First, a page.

Along the banks of the Chao Phraya River in Bangkok, I find it so astonishing that many people call it home. Others use it as a source of transportation, while for many it is just a way of life and their main source of income. It is no wonder that Thailand is known as the “Venice of the East“, with its amazing waterways.
✦ Bangkok River Cruise
Riding boats that are powered by a noisy motor, we sputter past monasteries, temples, and ramshackled huts on stilts over pea green then coffee colored waterways, where there are Asian-hatted fisherman along the shores. With each glide of the decorated, colorful boats (called “klongs”), we go deeper into its grips. The waterways get narrower and narrower as we make our way pass rickety housing and orange-robed monks.
✦ My Thailand Trip
My eyes wide, not quite sure which side of the boat I should sit, as the photo opportunities were immense. It takes me a while to get into the rhythm of the visual stimulation coming at me. I see reflections of colorful tin buildings in the water, not knowing whether to take the photo of the reflection or the actual shack as it waves at me in the water.
✦ Bangkok River Cruise
I would have liked to better understand these river people and their homes and culture that I saw on the river that day… a naked, squatting man, large lizards, laundry washers, workers, fire pits, colorful laundry hanging in the wind, trash, a satellite dish, orange latex gloves on stilts and lounging hammocks beside blue step stools. Everything is so random.
✦ Chao Phraya River Cruise and the People of Bangkok
I was surprised at the smiling faces staring back at me, the early morning coffee they were having on their balconies while facing the river. It is only moments that I see their faces and then we are gone. Moments of two cultures clashing against each other. Them seeing me and me seeing them in seconds from the boat, each staring one at the other. The ride provides glimpses into each other’s lives.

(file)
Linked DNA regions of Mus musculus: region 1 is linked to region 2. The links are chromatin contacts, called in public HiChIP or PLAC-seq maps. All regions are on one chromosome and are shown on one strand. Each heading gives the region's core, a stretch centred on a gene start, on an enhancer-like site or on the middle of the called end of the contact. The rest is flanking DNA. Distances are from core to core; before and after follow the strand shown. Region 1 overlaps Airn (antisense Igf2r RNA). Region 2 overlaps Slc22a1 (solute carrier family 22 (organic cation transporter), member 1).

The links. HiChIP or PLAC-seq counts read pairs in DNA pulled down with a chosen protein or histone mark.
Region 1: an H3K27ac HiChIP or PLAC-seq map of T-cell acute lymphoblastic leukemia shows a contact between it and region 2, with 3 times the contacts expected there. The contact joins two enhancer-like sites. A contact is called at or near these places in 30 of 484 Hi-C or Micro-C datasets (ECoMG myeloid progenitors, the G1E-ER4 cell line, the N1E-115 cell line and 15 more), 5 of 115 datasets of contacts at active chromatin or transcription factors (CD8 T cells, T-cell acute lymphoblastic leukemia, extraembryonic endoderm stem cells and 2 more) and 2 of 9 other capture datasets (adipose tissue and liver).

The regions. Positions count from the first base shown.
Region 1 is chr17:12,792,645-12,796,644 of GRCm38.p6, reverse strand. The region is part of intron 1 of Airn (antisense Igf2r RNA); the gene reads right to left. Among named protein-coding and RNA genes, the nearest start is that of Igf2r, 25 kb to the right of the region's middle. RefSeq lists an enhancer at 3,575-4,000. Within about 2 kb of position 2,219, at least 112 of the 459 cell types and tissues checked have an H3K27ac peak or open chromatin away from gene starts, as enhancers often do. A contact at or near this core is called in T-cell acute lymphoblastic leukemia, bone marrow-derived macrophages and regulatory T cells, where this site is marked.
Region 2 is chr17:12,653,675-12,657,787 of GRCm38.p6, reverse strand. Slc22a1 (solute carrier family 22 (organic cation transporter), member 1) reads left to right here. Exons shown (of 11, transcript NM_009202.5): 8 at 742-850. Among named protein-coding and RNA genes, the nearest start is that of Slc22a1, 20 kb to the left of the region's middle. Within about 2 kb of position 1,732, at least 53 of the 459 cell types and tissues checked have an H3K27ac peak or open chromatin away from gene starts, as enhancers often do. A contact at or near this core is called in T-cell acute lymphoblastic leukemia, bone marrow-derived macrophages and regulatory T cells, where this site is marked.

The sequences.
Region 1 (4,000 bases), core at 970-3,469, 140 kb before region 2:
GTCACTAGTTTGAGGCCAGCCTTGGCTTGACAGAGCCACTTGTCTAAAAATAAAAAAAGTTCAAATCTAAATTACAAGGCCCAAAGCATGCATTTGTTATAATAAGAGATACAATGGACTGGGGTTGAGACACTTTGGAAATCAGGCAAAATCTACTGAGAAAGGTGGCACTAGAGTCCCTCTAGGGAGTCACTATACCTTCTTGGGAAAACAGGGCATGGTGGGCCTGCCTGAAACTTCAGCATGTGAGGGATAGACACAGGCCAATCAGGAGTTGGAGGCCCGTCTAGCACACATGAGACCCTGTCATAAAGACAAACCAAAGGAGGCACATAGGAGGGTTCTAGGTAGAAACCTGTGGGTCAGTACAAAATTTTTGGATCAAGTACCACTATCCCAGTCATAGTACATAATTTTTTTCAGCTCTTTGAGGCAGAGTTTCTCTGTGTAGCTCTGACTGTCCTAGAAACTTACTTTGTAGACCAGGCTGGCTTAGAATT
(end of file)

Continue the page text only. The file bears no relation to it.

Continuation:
✦ Chao Phraya River Cruise and School Children
Soon we come across a schoolyard of children who are putting celebration lanterns into the water.
✦ Chao Phraya River Cruise and Childhood Dreams
At first, they seem to shy away from the cameras, as we are like paparazzi tourists flashing by, but soon enough, Sammie, our local guide begins to sing a Thai song really loud that draws them in and they begin to sing and to launch their lanterns into the waterways. Everyone seems to know this traditional Thai song and the children sing along. Then the long-tail boat driver puts the boat into reverse so that for more than a few seconds we can experience the children of Thailand and see them, one by one, launch their dreams.
✦ Chao Phraya River Cruise: Lanterns
The lanterns are made from banana leaves, lotus flowers, candles, and incense. These floating rafts (the literal translation of Loy Krathong) are sent flaming down Bangkok’s waterways, carrying away the owner’s bad luck, ensuring a fresh start and the beginning of a new dream. As they drop them in the water, secretly I make a wish, that I will come to understand them, their culture and the people of Thailand, before I leave, as I find it fascinating from a Western point of view. In Thailand, what you see is what you get. Organized chaos for a Westerner, yet the native Thailanders all seem at ease and know what is going on.
Disclosure: My trip to Bangkok, Thailand was provided by Thai Airways, in conjunction with the Tourism Authority of Thailand.